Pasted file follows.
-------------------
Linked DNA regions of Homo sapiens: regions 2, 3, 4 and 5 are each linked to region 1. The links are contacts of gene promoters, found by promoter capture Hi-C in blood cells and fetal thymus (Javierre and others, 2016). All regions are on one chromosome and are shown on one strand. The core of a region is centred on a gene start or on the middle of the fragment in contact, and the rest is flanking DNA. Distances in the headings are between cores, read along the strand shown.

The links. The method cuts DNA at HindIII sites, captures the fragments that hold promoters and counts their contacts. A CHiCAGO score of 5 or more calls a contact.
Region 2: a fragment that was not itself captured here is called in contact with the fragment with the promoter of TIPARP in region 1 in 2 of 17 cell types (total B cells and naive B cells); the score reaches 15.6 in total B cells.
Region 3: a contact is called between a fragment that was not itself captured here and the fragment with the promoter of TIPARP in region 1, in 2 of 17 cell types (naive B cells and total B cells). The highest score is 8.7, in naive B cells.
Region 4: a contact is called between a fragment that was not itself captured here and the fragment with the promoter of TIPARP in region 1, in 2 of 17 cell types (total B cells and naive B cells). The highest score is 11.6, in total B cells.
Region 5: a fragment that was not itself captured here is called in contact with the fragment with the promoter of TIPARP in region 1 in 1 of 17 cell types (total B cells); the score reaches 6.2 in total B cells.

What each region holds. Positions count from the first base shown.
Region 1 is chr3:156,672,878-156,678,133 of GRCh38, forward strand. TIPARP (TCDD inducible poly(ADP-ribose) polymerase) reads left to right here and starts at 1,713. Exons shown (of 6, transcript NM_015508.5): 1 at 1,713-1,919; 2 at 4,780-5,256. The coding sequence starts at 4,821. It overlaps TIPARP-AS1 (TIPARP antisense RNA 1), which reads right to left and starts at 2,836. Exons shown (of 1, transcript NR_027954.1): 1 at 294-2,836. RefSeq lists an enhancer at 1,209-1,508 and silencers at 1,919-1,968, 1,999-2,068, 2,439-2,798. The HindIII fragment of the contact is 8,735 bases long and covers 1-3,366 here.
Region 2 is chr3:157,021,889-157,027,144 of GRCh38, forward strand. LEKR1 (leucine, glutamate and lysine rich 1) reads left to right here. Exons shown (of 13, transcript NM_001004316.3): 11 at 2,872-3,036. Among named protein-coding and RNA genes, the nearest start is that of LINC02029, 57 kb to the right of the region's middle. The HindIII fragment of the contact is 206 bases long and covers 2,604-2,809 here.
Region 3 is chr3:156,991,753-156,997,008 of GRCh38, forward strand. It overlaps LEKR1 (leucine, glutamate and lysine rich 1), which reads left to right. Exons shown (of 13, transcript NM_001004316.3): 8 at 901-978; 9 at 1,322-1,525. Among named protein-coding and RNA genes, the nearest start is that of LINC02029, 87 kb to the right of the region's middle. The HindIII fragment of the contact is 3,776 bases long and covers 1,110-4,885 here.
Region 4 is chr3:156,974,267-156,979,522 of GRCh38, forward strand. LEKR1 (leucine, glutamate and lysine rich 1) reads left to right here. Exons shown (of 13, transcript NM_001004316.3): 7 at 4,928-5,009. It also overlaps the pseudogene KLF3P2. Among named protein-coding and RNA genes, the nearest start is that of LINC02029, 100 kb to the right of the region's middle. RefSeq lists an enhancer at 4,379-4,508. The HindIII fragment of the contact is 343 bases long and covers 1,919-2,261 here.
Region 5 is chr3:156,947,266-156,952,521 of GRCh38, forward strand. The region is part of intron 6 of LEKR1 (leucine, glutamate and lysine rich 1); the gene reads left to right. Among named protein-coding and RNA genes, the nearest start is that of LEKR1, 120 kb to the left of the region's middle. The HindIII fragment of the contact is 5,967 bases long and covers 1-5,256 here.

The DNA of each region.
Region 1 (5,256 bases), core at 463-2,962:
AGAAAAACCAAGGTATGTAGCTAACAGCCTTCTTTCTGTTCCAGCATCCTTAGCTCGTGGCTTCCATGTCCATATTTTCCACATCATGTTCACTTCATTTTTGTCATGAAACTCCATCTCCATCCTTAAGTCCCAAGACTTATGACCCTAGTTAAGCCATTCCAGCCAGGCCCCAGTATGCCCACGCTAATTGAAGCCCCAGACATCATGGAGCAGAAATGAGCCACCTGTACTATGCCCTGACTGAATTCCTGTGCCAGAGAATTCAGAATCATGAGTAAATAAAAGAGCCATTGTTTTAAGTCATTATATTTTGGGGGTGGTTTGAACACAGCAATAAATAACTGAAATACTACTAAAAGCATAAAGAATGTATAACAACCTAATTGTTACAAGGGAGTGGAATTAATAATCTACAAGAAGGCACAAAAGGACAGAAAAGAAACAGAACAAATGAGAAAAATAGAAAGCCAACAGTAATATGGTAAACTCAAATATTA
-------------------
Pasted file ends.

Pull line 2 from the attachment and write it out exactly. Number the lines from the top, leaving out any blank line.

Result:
The links. The method cuts DNA at HindIII sites, captures the fragments that hold promoters and counts their contacts. A CHiCAGO score of 5 or more calls a contact.